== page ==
OFRF Wraps Up a Successful 2017 OARS

Category:

OFRF welcomed 90 farmers, researchers, and students from around the world to the Organic Agriculture Research Symposium in Kentucky on January 25-26, for presentations and discussion on organic agriculture topics ranging from soil health and pest management to social science and organic transition.

In one of the first presentations, A New Approach for Successful Organic Peach Production, Jaine Allran from Clemson University presented some very positive results from their first harvest using fruit bags to protect peaches from disease and pests. This new method is aimed at increasing the economic opportunity for fruit farmers in the southeast and reducing reliance on pesticides. The project was partially funded through a grant from OFRF in 2016. The presentation was one of four in a session focused on pest management.

Garry Stephenson, Lauren Gwin, and Deanna Lloyd from Oregon State University joined Chris Schreiner and Sarah Brown from Oregon Tilth for the final presentation of the symposium, Motivations and Obstacles for Farmer Transition to Organic Farming: United States and Oregon Studies. Their studies explore the challenges farmers face when considering the transition to organic agriculture, and why there is a lag in the growth of certified organic farmland even though the demand in the U.S. for organic products has had double-digit growth almost every year since the implementation of the National Organic Program in 2001.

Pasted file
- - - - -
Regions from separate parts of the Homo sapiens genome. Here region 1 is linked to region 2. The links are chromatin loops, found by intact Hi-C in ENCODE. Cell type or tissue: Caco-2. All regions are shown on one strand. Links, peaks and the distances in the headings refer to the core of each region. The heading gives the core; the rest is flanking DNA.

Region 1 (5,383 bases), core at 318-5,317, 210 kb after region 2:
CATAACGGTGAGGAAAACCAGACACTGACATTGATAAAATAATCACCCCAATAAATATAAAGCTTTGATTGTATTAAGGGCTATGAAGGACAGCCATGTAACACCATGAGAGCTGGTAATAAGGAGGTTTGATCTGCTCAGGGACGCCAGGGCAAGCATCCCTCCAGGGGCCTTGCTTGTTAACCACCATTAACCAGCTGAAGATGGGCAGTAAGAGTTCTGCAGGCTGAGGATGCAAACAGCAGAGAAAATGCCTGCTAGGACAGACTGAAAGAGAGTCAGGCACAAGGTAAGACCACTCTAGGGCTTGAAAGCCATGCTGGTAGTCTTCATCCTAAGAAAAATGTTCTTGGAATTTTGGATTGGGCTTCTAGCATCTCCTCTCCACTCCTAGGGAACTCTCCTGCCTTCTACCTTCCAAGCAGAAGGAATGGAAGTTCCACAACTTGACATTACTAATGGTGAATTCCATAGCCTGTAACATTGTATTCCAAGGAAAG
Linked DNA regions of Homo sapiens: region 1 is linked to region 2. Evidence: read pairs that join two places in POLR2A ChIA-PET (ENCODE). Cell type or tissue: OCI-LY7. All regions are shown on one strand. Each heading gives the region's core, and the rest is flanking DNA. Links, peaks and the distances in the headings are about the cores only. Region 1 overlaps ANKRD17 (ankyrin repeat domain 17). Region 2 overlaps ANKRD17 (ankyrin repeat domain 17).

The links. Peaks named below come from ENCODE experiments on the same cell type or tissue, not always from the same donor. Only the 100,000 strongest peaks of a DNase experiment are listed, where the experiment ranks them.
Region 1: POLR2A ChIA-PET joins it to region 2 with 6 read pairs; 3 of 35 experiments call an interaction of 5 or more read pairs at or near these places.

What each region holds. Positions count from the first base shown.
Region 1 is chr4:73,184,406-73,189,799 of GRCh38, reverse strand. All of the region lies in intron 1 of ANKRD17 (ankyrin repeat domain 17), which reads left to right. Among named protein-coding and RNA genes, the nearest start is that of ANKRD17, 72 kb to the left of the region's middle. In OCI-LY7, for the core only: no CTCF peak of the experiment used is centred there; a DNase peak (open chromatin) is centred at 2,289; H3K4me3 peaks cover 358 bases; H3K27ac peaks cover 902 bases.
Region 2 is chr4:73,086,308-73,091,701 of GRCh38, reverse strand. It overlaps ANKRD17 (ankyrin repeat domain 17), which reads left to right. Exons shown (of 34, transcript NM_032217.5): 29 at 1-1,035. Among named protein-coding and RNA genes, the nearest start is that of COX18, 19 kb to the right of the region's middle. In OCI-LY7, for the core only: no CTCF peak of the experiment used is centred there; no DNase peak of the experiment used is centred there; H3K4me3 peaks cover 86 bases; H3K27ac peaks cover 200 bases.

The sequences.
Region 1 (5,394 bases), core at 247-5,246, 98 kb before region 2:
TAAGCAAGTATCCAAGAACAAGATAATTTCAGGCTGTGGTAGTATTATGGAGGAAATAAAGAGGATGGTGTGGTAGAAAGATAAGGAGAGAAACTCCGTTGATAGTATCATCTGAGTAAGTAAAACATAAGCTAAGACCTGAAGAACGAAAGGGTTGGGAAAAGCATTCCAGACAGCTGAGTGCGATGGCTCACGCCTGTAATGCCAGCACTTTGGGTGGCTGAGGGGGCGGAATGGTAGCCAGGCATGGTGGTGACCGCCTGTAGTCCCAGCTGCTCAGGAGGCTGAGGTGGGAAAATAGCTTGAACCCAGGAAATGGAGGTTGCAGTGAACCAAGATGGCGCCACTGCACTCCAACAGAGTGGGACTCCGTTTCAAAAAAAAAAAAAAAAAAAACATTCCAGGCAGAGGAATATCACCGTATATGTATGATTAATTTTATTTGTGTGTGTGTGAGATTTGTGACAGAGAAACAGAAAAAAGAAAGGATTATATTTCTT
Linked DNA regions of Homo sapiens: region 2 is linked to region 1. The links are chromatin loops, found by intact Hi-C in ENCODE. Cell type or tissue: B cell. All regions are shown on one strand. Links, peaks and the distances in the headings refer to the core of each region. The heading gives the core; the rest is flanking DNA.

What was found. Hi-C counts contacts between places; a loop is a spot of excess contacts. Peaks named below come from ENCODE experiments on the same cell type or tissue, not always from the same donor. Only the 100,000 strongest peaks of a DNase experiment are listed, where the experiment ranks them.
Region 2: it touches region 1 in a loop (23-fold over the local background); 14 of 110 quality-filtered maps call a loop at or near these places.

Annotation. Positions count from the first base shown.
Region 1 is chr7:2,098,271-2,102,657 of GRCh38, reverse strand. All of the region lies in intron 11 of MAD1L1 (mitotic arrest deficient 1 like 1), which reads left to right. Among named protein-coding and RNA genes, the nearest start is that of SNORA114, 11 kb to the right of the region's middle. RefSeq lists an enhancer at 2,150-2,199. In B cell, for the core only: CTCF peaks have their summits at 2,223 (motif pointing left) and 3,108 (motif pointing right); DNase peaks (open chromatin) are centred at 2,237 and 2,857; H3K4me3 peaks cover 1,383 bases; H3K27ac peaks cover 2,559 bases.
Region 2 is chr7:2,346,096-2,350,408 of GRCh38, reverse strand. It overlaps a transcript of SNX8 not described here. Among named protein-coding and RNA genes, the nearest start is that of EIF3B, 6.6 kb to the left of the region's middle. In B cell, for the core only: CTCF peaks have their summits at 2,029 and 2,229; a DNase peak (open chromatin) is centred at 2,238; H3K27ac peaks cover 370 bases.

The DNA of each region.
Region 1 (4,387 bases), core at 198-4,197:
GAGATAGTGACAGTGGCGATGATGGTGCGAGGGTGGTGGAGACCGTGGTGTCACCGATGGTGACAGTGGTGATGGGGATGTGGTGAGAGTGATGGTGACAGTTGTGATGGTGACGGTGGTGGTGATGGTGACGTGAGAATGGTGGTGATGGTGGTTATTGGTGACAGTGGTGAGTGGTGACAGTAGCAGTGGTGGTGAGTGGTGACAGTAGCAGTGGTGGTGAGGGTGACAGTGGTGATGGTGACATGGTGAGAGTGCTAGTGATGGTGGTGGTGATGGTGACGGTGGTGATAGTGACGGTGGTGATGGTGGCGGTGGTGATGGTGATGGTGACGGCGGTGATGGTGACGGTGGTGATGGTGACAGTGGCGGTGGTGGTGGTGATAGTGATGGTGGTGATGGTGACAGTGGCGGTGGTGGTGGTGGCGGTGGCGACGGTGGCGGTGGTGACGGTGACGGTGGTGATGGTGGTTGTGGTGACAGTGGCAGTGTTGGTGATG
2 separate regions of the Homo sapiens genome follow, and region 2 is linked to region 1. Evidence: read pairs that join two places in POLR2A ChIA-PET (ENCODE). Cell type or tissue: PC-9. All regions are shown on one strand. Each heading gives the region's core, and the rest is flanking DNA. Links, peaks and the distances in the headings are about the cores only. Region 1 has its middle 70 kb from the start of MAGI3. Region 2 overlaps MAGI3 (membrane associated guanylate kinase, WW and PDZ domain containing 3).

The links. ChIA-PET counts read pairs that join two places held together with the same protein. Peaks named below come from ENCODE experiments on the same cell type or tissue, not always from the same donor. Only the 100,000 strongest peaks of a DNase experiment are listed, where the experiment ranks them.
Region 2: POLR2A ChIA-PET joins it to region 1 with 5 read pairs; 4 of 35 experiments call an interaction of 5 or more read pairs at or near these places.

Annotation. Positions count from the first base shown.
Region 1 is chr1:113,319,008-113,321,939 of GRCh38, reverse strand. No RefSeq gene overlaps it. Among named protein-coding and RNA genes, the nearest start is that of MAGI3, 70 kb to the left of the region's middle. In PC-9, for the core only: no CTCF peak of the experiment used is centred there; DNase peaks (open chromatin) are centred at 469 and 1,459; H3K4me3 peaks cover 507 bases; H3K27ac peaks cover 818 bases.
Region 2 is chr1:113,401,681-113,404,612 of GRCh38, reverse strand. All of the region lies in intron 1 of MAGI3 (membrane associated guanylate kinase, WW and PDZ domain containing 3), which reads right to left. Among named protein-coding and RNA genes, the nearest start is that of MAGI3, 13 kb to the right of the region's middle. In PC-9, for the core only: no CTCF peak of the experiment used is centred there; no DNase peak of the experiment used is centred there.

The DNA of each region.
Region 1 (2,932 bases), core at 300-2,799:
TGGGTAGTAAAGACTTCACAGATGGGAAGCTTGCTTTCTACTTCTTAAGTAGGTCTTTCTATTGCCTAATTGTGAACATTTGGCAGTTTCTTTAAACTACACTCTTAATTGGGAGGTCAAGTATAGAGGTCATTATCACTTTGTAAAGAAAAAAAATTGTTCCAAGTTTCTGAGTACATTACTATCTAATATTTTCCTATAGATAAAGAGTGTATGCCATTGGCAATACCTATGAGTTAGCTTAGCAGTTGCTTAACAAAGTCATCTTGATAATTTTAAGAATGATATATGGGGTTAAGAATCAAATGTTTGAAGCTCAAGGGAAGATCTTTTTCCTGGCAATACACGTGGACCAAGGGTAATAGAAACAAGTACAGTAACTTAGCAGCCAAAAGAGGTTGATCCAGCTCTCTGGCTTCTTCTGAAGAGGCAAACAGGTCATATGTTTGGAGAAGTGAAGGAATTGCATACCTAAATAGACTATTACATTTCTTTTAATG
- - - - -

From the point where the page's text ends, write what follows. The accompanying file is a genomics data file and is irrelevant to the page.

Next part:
View the program and abstracts here.

During the poster session, ten researchers from around the U.S presented on a variety of topics. The poster session and discussion following the symposium allowed time for participants to network and share ideas.

OFRF provided twenty scholarships to help with travel costs. We will be posting feedback from our scholarship recipients in the coming weeks. Some early feedback from Aspen Hattabaugh at University of Georgia, Department of Crop and Soils, Sustainable Ag. Lab:

“The presentations spanned a wide range of topics pertaining to organic and sustainable agriculture, which was great, because I learned quite a bit of new information over my two days in attendance. It was also pretty neat to have such a mixture of professionals and students together. I met people who worked for extensions, who were new to farming, who were fellow grad students focusing on different areas of research, and who were professional researchers. It’s fascinating to see various research projects and ideas and the progress different people have made in their respective fields! It can be easy to find yourself “stuck” in a niche of whatever branch of Ag science you specialize in, but conferences like this pull everyone from their different branches of research together to see the whole picture. The scholarship offered made it easy to attend and present research, which is wonderful for graduate students like myself. Thank you for the opportunity to attend this symposium.”

Thanks to OFRF’s Research Program Director, Dianna Jerkins, Research Program Associate, Joanna Ory, and Brian Baker from Cornell University for putting together another successful OARS. Special thanks to Sarah Underhill for all her assistance on-site.

We’d also like to thank the Southern Sustainable Agriculture Working Group for their support of this event and all of our generous sponsors.